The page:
A clue to the future performance of a company may be found in the literary style of the CEO’s annual letter. That’s the opinion of Laura Rittenhouse, head of an investor relations consulting firm, who has studied this topic extensively.
A study found that when the letters are analyzed for clarity versus jargon, shares of bottom-ranked companies lost more than 18 percent of their value in a two-year period ending in 2002, compared with a 12.7 percent drop for the top-ranked companies. More recently, another Rittenhouse study focused on newly-appointed CEOs and their content scores versus those of their predecessors. For the group with the highest gains in content scores, stock prices increased an average of of 28.4% (in the year after the new CEOs were named) versus an average decline of 10.5% for the ground with the greatest declines in content scores.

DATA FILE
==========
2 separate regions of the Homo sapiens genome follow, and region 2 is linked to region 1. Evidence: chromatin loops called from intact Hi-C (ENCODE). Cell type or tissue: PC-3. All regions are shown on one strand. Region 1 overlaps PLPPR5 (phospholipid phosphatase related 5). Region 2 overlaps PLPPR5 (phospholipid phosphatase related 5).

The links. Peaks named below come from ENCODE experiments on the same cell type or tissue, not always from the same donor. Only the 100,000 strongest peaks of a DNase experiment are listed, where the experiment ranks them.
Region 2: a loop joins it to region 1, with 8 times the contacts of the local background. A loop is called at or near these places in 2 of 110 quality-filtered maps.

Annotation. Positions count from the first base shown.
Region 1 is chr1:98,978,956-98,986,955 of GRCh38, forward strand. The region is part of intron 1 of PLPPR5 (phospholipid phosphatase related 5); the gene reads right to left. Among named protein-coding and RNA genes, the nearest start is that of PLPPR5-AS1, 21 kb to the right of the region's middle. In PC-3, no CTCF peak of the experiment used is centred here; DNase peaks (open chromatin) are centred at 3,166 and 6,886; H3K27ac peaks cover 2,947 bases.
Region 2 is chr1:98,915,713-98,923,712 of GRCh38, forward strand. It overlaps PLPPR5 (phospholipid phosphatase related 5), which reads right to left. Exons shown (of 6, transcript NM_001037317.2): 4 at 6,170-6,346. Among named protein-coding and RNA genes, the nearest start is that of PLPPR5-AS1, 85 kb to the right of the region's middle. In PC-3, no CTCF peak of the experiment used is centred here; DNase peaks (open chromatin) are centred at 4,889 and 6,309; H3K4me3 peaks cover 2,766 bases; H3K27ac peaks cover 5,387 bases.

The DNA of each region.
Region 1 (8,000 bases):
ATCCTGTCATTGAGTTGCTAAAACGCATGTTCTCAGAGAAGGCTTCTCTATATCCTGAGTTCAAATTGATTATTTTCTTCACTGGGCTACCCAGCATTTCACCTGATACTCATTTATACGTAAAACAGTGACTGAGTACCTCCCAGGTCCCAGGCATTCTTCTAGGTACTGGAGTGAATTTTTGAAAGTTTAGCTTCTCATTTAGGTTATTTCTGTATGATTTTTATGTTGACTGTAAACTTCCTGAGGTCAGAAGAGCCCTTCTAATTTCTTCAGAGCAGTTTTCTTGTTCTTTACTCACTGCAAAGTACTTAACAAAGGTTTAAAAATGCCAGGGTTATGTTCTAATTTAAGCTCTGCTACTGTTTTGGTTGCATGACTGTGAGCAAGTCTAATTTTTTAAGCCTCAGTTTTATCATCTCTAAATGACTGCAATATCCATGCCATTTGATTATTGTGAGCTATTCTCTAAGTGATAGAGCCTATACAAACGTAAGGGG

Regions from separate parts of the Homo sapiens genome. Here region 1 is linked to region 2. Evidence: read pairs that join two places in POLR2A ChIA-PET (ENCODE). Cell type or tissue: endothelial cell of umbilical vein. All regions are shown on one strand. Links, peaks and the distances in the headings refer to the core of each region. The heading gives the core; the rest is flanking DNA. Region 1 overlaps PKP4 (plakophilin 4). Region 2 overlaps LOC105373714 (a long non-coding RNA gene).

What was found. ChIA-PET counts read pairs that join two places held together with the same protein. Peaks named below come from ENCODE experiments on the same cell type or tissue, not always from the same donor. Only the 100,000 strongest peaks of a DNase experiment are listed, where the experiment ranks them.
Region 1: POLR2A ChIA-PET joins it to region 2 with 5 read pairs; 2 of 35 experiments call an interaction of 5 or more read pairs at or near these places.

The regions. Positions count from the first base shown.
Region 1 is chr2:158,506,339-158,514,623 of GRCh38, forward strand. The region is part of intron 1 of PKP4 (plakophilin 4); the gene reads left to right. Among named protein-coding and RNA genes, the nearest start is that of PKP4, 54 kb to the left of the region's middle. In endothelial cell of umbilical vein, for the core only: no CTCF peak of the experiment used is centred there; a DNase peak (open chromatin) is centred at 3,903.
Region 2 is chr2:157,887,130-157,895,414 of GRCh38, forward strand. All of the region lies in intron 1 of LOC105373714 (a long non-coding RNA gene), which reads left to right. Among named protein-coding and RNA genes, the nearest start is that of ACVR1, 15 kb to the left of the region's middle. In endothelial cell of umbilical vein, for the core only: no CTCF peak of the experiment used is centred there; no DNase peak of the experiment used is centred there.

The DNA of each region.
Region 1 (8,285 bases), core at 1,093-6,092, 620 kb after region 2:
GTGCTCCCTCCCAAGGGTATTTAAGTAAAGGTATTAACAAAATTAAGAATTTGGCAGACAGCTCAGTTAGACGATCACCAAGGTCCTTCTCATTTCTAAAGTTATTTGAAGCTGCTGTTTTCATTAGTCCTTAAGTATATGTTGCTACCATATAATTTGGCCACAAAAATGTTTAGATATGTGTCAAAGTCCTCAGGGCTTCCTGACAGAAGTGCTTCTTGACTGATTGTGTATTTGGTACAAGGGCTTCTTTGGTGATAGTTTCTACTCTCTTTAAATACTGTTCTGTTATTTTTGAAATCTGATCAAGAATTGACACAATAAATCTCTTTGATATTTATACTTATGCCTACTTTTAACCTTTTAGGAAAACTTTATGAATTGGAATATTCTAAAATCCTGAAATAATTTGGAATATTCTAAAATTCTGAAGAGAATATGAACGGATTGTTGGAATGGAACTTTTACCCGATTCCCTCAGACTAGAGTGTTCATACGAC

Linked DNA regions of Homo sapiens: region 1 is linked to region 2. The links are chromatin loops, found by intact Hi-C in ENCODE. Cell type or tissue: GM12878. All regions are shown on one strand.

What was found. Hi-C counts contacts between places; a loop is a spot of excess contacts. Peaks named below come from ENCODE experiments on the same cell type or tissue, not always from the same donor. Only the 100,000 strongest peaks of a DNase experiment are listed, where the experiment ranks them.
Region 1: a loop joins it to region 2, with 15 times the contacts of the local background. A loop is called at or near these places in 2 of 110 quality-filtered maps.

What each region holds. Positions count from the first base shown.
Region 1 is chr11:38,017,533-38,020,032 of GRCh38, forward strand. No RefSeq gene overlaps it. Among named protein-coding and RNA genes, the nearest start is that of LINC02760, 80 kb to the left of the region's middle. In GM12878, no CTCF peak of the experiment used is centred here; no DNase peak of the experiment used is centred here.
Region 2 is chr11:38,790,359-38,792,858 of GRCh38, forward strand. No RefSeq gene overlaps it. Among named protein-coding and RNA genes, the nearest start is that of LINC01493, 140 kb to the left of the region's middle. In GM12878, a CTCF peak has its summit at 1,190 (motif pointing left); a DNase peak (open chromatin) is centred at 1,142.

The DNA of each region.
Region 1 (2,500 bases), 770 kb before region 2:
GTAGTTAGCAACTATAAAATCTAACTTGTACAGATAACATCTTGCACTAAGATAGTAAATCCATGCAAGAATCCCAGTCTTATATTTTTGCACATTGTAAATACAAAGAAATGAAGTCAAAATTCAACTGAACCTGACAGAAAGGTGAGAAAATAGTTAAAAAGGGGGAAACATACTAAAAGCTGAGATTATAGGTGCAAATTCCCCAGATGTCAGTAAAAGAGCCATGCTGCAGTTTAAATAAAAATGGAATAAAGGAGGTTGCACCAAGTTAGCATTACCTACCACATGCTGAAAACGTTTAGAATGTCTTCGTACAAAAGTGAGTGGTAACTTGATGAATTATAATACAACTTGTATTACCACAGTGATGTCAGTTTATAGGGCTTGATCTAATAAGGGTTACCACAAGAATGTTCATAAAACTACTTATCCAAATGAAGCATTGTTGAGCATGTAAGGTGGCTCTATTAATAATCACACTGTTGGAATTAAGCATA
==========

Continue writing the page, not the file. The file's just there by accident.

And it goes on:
The usual cautions about cause and effect analysis–correlation is not causation, the direction in which the arrow of causality is pointing is not always obvious–of course apply. Nevertheless, this is interesting.
Here’s a presentation which provides a little bit of detail on the Rittenhouse analysis method. Ms Rittenhouse quotes Orwell:
If thought can corrupt language, then language can corrupt thought
…and offers her own version:
If language determines actions and results, then corrupt language will lead to debilitating actions and unsatisfactory results.
See also this comparing writing at J P Morgan in 1933 and in 2006. (Although I thought Jamie Dimon’s letter in the recent annual report was pretty good–not sure what the Rittenhouse analysis process would have to say about it.)